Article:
The dye has been cast.
When the 2013-14 athletic season opens for the Fighting Scots from Ohio Valley University, they will be competing in a new conference. But will that new conference still bear the West Virginia Intercollegiate Athletic Conference logo or will the six institutions left out of Monday's mammoth announcement by nine of its members to form a new all sports conference result in it having to develop a new identity?
"That's the question," explained OVU Senior Vice President and Director of Athletics Dennis Cox. "The schools that are breaking away seem to think that it (the WVIAC) is still their conference and we want to get that clarified."
Attaining an answer to that question, however, may prove as difficult as mending the strained relationships between the football and non-football schools as they prepare to enter the "final" sports season as a 15-member conference.
"A couple of the presidents of the six remaining schools were going to call the NCAA and ask for their opinion on this," continued Cox. "We (the six remaining schools) still believe that we are the WVIAC and that Mr. (Barry) Blizzard is still its commissioner.
"They (the nine football schools) are the ones that are breaking away from the WVC, not the six non-football schools."
The entire scenario is eerily similar to the one surrounding the departure of Pittsburgh, Syracuse and West Virginia from the Big East.
After years of unrest between its football and non-football members, the trio announced that they would be leaving. The Orange and Panthers will join the Atlantic Coast Conference beginning with the 2014 campaign while the Mountaineers will begin play in its new conference-the Big 12-this fall. All three administrations cited the conference's lack of improving its football status as the determining factor in their departure.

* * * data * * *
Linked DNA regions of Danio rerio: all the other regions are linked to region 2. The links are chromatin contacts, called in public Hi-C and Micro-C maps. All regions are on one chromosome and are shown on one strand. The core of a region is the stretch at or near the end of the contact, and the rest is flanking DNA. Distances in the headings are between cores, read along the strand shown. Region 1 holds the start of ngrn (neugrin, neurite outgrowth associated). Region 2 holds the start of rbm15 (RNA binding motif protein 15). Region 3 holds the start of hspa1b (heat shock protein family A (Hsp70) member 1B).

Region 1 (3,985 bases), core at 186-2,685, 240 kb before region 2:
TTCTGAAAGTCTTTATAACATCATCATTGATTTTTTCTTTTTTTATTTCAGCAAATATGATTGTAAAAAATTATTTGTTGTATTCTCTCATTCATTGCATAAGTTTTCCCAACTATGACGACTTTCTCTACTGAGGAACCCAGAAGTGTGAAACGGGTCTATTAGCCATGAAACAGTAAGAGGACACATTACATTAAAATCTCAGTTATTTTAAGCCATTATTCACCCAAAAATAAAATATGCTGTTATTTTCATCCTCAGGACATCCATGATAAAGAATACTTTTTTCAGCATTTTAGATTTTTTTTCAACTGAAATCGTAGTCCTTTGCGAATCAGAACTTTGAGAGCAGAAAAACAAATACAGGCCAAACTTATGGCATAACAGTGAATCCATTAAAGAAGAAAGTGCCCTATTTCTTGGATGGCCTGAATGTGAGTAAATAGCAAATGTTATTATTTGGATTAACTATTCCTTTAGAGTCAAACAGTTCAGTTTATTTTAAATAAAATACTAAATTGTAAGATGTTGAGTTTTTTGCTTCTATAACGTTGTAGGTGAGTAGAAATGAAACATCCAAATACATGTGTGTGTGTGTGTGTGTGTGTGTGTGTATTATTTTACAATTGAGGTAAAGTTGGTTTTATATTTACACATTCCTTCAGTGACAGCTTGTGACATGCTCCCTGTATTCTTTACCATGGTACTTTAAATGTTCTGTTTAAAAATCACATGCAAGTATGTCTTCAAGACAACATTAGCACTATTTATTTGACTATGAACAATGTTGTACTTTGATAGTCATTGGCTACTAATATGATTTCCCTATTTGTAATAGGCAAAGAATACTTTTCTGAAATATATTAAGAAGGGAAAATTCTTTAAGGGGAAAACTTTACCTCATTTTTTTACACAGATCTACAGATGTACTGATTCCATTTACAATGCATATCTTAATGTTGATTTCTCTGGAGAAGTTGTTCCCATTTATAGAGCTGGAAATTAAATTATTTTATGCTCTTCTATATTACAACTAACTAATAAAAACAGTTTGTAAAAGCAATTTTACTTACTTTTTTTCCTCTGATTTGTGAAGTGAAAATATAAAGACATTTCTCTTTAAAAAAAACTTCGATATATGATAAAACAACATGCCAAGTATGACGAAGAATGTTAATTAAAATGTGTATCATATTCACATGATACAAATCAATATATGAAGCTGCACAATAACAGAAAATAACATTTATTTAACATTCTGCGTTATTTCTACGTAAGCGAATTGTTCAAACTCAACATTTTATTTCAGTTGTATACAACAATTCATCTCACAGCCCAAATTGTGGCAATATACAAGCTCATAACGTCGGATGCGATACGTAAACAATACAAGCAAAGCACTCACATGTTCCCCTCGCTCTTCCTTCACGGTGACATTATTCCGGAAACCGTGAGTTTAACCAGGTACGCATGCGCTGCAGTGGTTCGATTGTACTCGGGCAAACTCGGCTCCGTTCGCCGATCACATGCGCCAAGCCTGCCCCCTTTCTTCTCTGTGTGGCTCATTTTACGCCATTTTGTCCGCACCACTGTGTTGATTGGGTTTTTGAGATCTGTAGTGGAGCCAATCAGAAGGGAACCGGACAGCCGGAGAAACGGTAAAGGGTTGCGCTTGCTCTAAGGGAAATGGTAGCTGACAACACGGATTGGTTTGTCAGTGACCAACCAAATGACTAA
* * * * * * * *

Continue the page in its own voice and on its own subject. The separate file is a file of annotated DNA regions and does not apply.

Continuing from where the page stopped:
Just recently the members of the WVIAC were asked to vote on the admission of the University of Virginia's College at Wise. A close vote-reportedly 9-6-resulted in the failure of the Cavaliers' request.
"I wouldn't want to give these schools that much credit," said Cox. "There have been issues between the football playing schools and the rest of us for some time. One of the hardest things to accept is that the conference office appears to be accepting it."
The ongoing debate may continue into the upcoming school year and that has Cox and others concerned about the WVIAC's immediate future.
"This has caused some really hard feelings. We do have this conference that we 'hope' will last one more year. But this has placed a strain on all of us that I am not sure we can overcome very soon."
And it has resulted in the remaining schools, including OVU, beginning a hurried search for a new conference affiliation.
That decision, for now at least, appears to be months away. But Cox, like WVU's Oliver Luck, hopefully will take a proactive approach to the Fighting Scots' future.
Contact Jim Butta at email@example.com